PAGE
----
| 1 in Grade   |             |              |             |             |              |        |
| 1 in Hi Sch. |   1048.25   |    50.00     |    328.00   |   1426.25   |     27.45    |   3.00 |
| 2 in Grade   |             |              |             |             |              |        |
| 1 in Hi Sch. |   1228.25   |    50.00     |    328.00   |   1606.25   |     30.90    |   3.00 |
| 3 in Grade   |             |              |             |             |              |        |
| 1 in Hi Sch. |   1322.00   |    50.00     |    328.00   |   1700.00   |     32.70    |   3.00 |
| 4 in Grade   |             |              |             |             |              |        |
| 1 in Hi Sch. |   1341.00   |    50.00     |    328.00   |   1719.00   |     33.05    |   3.00 |
| 5 in Grade   |             |              |             |             |              |        |
| 1 in Hi Sch. |   1348.50   |    50.00     |    328.00   |   1726.50   |     33.20    |   3.00 |
| 1 in Grade   |             |              |             |             |              |        |
| 2 in Hi Sch. |   1243.75   |    50.00     |    328.00   |   1621.75   |     31.20    |   3.00 |
| 2 in Grade   |             |              |             |             |              |        |
| 2 in Hi Sch. |   1423.75   |    50.00     |    328.00   |   1801.75   |     34.65    |   3.00 |
| 3 in Grade   |             |              |             |             |              |        |
| 2 in Hi Sch. |   1517.50   |    50.00     |    328.00   |   1895.50   |     36.45    |   3.00 |
| 4 in Grade   |             |              |             |             |              |        |
| 2 in Hi Sch. |   1536.50   |    50.00     |    328.00   |   1914.50   |     36.80    |   3.00 |
| 1 in Grade   |             |              |             |             |              |        |
| 3 in Hi Sch. |   1243.75   |    50.00     |    328.00   |   1621.75   |     31.20    |   3.00 |
| 2 in Grade   |             |              |             |             |              |        |
| 3 in Hi Sch. |   1423.75   |    50.00     |    328.00   |   1801.75   |     34.65    |   3.00 |
| 3 in Grade   |             |              |             |             |              |        |
| 3 in Hi Sch. |   1517.50   |    50.00     |    328.00   |   1895.50   |     36.45    |   3.00 |
| 4 in Grade   |             |              |             |             |              |        |
| 3 in Hi Sch. |   1536.50   |    50.00     |    328.00   |   1914.50   |     36.80    |   3.00 |

The above weekly figures do not include physical education costs or bus costs; therefore, there may be a difference in your weekly individual guideline.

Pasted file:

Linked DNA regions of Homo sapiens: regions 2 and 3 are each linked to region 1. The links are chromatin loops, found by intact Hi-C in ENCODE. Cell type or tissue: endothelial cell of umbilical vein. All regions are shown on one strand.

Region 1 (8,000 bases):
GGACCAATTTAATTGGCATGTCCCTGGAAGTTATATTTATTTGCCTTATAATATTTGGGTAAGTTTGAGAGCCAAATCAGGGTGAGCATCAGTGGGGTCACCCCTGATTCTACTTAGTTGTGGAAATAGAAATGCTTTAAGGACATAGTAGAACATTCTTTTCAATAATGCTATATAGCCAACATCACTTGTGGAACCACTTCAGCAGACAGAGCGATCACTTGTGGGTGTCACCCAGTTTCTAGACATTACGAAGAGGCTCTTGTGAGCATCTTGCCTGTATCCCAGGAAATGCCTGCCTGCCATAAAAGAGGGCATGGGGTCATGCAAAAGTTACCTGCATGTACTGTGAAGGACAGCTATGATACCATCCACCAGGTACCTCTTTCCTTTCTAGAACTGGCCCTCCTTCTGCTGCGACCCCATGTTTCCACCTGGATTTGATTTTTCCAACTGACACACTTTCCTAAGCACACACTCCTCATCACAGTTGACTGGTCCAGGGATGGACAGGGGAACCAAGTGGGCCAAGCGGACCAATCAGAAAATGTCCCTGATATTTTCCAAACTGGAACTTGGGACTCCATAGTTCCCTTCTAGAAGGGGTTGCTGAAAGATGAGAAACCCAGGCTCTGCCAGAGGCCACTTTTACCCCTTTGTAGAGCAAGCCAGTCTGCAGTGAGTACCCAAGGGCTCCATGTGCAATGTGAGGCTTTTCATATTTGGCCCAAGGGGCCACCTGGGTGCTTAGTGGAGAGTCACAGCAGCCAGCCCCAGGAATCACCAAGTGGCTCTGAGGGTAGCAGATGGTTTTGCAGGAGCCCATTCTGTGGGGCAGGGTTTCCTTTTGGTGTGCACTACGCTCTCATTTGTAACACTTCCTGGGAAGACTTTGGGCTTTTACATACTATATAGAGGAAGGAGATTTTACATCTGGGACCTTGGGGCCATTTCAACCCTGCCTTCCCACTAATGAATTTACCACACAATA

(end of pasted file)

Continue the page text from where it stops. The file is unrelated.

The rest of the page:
Appendix B to follow. 
*1095 APPENDIX B ATTACHMENT: to returns for 1967 and 1968 of WILLARD J & MAXINE D HAAK These letters were not submitted by t/p or by the attorney for the t/p. These are letters members of Westwood Church receive during the year regarding their contributions. WESTWOOD CHRISTIAN REFORMED CHURCH 620 Northampton Kalamazoo, Michigan October 3, 1969

Dear Mr. & Mrs. _________________________________________________________________,

This letter is being sent to each family of the congregation to indicate what the financial obligations of the church are for each family, and what the contributions of each family have been. The financial obligations of the church for your family from January through September amounted to $__________ for the General Fund and $128.70 for the Building Fund. Our records show that during this period you have contributed $__________ to the General Fund and $_________ for the Building Fund.

During the three remaining months of this year we will have to increase our giving to take care of the increase in school costs for the new school year and to make up the present deficit in contributions. With a conscientious effort by each one we will again be able to end the year with a balanced budget.

Deuteronomy 16:17"Every man shall give as he is able, according to the blessing of Jehovah thy God which he hath given thee."

If you have any questions concerning this letter, feel free to contact a member of the consistory.

Sincerely, The Consistory NOTES

[1] It is not clear that Duberstein focused solely on motive or state of mind in assessing whether a transaction was properly characterized as a gift. Although the Court discusses at length definitions of "gift" couched in terms of intent, 363 U.S. at 285, 80 S. Ct. 1190, in its final analysis the Court states:

"We take it that the proper criterion, established by decision here, is one that inquires what the basic reason for his conduct was in factthe dominant reason that explains his action in making the transfer. Further than that we do not think it profitable to go." 363 U.S. at 286, 80 S. Ct. at 1197.